The first is the domain of reasonableness. When we deal with our intentions or act to realize our intentions from reasonableness, we are in the realm of slow, impede and complicate. When we are oriented around the story or the narrative, the explanations, the justifications, we are oriented around that in which there is no velocity, no power.

Results are black and white. In life, one either has results (one’s intentions realized) or one has the reason, story, explanations, and justifications. The person of power does not deal in explanations. This way of being might be termed management by results (not management for results but management by results). The person of power manages him or herself by results and creates a space or mood of results in which to interact with others.

The other factor to be addressed is time. Now never seems to be the right time to act. The right time is always in the future. Usually this appears in the guise of “after I (or we) do so and so, then it will be the right time to act”; or “after so and so occurs, then it will be the right time to act”; or “when so and so occurs, then it will be the right time to act.” The guise includes “gathering all the facts,” “getting the plan down,” “figuring out ‘X’,” “getting ready,” etc.

Since now is the only time you have in reality and now will never seem to be the right time to act, one may as well act now. Even though “it isn’t the right time,” given that the “right time” will never come, acting now is, at the least, powerful (even if you don’t get to be right). Most people wait for the decisive moment, whereas people of power are decisive in the moment.” – Werner Erhard

“If you seriously examine any action, you find there are always two sides of it: the side from which you can explain it and the side from which you can produce it. After a recent two-day rise in the stock market, for example, I read an article that masterfully described that rise, analyzed it, and explained it. However, even though I now fully understand what happened, I am not going to bet my life savings on my ability to predict the next one.

In individual and organizational performance, most of us attempt to produce action by working in the after-the-fact realm of description, analysis, explanation, and prescription. Rarely do we consider that producing an action requires a whole different way of looking at it. If you want to have a dramatic impact on performance, you need access to the source of action.”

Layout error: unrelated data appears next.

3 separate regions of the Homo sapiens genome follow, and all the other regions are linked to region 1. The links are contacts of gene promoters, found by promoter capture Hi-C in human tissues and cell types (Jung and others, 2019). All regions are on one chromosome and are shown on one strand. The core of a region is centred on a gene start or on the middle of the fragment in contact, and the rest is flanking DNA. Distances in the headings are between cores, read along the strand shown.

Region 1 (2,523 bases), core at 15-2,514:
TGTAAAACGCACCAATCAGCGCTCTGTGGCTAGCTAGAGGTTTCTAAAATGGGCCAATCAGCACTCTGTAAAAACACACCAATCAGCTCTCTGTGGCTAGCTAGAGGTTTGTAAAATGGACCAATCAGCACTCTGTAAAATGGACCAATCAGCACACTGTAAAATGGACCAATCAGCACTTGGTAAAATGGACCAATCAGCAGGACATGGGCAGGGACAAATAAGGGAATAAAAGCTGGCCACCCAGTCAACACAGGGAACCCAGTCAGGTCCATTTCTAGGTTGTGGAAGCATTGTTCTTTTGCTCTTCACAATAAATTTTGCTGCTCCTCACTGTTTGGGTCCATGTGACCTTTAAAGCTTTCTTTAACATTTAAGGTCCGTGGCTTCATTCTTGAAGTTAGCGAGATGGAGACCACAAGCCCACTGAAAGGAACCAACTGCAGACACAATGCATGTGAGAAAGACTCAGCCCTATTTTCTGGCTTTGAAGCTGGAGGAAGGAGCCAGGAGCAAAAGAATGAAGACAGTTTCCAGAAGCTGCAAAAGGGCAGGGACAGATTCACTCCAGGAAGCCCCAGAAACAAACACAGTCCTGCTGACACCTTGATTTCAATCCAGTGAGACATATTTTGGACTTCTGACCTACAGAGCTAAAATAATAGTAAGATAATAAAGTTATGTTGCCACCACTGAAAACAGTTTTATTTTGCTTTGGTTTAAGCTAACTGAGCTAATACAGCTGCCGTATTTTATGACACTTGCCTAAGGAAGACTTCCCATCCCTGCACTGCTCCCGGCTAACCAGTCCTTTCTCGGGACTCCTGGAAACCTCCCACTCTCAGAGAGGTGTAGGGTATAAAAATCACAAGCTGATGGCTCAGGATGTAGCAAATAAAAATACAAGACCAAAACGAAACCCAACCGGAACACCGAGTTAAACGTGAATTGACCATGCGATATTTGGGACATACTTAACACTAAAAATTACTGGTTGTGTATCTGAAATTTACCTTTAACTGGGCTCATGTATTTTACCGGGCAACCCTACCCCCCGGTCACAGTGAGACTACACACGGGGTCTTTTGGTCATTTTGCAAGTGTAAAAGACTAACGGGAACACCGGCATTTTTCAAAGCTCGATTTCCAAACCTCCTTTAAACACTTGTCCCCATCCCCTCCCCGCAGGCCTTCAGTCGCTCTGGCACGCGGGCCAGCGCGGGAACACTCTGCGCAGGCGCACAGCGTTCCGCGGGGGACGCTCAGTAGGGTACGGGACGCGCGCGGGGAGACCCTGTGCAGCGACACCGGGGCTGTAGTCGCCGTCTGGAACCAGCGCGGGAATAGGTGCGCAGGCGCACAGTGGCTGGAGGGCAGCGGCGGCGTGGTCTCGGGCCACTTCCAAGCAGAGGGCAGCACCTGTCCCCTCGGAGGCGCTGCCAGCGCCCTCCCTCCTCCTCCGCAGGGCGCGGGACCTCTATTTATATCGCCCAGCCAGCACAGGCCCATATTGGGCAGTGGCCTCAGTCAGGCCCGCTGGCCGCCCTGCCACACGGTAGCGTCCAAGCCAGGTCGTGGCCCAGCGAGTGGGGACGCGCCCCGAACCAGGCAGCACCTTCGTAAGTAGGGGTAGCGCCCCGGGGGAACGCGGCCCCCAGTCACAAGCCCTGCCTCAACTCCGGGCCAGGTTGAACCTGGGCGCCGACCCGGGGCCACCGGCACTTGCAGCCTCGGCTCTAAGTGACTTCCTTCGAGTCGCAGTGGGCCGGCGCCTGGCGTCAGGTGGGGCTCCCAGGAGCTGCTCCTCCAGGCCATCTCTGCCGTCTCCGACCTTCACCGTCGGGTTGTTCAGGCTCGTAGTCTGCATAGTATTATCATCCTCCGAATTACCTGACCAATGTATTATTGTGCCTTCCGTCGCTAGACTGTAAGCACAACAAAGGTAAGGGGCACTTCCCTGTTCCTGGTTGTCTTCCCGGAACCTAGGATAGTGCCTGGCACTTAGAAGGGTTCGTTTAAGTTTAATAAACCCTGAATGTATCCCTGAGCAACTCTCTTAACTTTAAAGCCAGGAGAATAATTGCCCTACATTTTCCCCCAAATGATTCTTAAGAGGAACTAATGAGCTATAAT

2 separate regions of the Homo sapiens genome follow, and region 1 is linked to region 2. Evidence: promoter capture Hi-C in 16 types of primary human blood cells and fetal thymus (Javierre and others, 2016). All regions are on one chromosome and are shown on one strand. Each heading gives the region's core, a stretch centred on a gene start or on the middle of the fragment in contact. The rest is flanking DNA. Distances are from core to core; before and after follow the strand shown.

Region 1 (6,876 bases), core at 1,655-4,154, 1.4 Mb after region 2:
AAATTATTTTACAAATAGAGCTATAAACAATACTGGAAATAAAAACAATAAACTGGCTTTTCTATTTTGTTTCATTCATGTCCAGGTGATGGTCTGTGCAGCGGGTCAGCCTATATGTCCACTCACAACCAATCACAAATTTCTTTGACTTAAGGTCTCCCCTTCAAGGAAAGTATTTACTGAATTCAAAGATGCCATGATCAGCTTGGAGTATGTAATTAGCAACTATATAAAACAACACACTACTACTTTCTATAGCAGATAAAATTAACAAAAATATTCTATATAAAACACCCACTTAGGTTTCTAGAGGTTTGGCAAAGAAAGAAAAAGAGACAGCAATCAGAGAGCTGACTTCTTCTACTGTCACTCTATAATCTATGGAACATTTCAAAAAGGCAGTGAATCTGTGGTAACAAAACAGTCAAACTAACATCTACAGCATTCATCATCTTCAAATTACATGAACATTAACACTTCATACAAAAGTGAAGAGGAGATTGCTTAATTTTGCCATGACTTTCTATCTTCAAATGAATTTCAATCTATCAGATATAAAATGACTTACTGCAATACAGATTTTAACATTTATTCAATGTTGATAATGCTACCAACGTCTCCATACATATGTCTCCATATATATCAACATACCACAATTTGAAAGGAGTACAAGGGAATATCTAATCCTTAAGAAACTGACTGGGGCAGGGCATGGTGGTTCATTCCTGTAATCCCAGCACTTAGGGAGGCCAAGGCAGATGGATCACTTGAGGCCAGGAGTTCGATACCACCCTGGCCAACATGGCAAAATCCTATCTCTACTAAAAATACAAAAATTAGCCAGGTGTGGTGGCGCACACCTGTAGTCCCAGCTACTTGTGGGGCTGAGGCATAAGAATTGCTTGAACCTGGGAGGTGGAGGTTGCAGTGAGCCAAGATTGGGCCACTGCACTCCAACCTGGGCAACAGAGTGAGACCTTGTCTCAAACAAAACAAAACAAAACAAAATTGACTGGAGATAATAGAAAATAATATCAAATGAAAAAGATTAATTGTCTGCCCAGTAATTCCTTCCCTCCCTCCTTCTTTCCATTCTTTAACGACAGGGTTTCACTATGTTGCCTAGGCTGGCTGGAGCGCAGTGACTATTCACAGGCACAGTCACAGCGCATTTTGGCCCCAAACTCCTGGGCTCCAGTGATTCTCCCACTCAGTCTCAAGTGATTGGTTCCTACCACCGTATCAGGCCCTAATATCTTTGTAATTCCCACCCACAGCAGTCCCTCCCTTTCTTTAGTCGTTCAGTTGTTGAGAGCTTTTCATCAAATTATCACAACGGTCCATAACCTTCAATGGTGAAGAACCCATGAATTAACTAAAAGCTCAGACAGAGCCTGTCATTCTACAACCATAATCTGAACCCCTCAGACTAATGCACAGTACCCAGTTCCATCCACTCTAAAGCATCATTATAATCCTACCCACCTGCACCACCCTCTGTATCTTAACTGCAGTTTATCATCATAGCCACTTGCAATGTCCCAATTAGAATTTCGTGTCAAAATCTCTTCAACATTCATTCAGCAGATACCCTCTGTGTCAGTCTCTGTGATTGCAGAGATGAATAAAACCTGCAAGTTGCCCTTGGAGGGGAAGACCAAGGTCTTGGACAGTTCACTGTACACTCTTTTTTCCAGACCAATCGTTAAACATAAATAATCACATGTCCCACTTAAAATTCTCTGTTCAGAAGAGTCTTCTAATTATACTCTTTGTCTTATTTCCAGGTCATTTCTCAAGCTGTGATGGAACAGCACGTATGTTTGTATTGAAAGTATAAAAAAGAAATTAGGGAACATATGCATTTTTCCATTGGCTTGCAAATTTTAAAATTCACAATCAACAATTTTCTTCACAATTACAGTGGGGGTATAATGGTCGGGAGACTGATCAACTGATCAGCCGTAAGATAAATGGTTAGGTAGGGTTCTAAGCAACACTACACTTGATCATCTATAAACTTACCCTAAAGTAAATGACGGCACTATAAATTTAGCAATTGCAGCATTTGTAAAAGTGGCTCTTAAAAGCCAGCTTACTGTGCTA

A spectator can describe what I’m doing on the tennis court. He is living in the realm of evaluation and explanation – but I’m playing in the world of action. While there is a relationship between his description and what is occurring on the court, the two are clearly not the same.

We seldom think about this sort of distinction, but “failing to make this simple distinction can lead to being satisfied with an explanation about action and may hide from our view the source of action,”

-Werner Erhard

-Quoted in Industry Week, June 15 1987, By Perry Pascarella

“In the course of the training it became progressively clear to me that the experience underlying the training and the conceptualization of this experience have deep affinities with the phenomena presented and analyzed in Martin Heidegger’s Being and Time.”

“…It is directly manifest in the training that est embodies a powerful and coherent truth which transforms the quality of the lives of those who experience it. Moreover, this truth contains radically new insights into the nature of human beings.” From “Assessment of the Philosophical Significance of The est Training” by Hubert Dreyfus

werner erhard, the est training, erhard seminars training, est werner, erhard

“Usually, we think of possibility as options. While this is in some sense true, possibility also exists on a deeper level of abstraction—a level which actually defines which options are permissible. So, to bring forth possibility is to bring forth a domain in which new options become possible. It is not simply finding new options within the same range of options; it actually produces whole new ranges of options. It is actually the bringing forth of possibility itself. It is a distinctly human act, far more human than simply choosing between the options with which one is presented. It is the act of bringing forth whole ranges of options, options with which you were not presented and yet which you caused to be.

In our work, we associate this deeper notion of possibility with creativity. Possibility shows up as an act of creation, as bringing forth. This also exists only in the domain of Being.

At its heart, our work is the opening up, the bringing forth of a new domain of possibility for people.”

-Werner Erhard http://www.wernererhard.net/revision.htmlWerner Erhard